Leaving the Hua Lamphong station we went to the Observation Car, an open space at the end of the train from which we wanted to witness the start-up and departure of what was to be our adventure for the next 4 days. It’s certainly the best place to take pictures!
Meals and dinners are the most anticipated moments of the day, and the gastronomy aboard the Eastern & Oriental Express is the best I have ever tasted, like in a Michelin-starred restaurant. It’s incredible that in such small kitchens they are able to create such dishes, using the freshest products of the season.
Upon returning to our cabin, the set up had changed to night mode: the sofa becomes a cozy and comfortable bunk.
The next day we woke up in Kachannaburi, where we went on an excursion to visit the bridge on the Kwai River, famous for its sad history, built by the World War II prisoners who were used by the Japanese as labor for the construction of a railway line between Thailand and Burma.
Back to the train, we enjoyed beautiful panoramas through exotic landscapes.
Evenings at the Eastern & Oriental Express are ideal to enjoy reading in the Reading Car, as well as interacting with the rest of the passengers or enjoying a signature cocktail at the Observation Car.
A charismatic pianist on board is in charge of delighting the passengers in the evening.
We spent the following morning enjoying the views and a delicious brunch on board. We arrived in Kuala Kangsar and headed to Lobu Kabong, the starting point of a trekking through lush landscapes. We also visited a Malay village to learn about rural life. They greeted us with a warm welcoming ceremony, regional dances and local delicacies surrounded by a beautiful environment and rice fields.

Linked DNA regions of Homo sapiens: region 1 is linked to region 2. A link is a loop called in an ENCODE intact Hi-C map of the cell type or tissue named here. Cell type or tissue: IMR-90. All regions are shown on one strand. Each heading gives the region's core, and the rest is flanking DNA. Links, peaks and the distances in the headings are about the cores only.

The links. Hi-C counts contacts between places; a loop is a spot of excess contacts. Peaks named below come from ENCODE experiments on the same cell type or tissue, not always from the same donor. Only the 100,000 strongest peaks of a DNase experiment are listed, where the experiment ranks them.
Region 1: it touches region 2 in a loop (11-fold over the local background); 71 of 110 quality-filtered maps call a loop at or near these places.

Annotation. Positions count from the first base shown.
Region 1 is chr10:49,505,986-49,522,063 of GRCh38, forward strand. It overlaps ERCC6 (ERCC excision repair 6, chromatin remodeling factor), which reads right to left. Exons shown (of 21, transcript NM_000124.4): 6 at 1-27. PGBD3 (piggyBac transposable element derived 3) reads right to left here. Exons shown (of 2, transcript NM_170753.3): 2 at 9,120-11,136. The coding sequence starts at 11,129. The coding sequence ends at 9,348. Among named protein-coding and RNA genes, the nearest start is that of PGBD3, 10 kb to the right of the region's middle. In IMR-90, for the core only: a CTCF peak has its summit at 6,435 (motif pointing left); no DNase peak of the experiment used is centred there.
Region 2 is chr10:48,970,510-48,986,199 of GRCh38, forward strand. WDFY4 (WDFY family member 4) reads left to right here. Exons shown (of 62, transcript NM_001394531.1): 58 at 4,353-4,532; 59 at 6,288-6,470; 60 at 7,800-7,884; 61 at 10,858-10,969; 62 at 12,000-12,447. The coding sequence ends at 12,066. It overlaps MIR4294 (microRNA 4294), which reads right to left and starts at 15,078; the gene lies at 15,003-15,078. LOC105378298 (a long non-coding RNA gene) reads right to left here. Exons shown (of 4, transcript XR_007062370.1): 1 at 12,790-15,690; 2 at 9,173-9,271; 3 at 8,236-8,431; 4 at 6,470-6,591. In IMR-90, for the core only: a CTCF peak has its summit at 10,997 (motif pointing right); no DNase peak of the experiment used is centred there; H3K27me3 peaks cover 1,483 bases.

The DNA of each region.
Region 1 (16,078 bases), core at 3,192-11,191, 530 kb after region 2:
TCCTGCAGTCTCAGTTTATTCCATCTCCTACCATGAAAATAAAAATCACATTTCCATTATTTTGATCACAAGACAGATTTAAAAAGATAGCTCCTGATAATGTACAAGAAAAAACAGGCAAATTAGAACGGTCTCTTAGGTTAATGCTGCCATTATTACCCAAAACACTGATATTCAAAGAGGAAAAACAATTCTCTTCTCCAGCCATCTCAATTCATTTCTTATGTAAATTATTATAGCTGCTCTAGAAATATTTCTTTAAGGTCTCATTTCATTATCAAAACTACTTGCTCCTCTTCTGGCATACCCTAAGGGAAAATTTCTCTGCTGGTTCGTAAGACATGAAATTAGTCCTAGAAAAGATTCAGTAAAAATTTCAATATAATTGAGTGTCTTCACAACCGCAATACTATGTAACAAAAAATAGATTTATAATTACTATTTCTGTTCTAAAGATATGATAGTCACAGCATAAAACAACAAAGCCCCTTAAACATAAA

The last dinner was undoubtedly the most glamorous of all; we wore our best clothes and enjoyed an excellent menu. The party continued at the piano bar until late at night, amid laughter and anecdotes with our traveling companions, who had also become our friends.
The next day we arrived in Singapore. It was time to say goodbye to an unforgettable and wonderful experience that far exceeded my expectations, and that every traveler should experience at least once in their life.
In Singapore we stayed at The Warehouse, a charming boutique hotel. The lobby is striking, with high ceilings and modern design, and is often frequented by locals as an afterwork venue.
Also noteworthy is its Pó restaurant, where they prepare delicious popiah in a traditional way. The popiahs are similar to spring rolls, but they’re not fried. Usually they are already rolled when served, but here you can roll them yourself as you like, with fresh local seasonal products.
We only spent one night in the city, as it was our second time there, but certainly Singapore deserves a 2 or 3 night stay to get to know it well.
During the day we visited the famous Garden by the Bay tropical gardens, with all kinds of huge trees. We were lucky and arrived in time to witness the light and sound show.
To top it all, we climbed to the highest outdoor terrace-bar in the world, from where we bid farewell to Singapore with stunning 360º views of the city.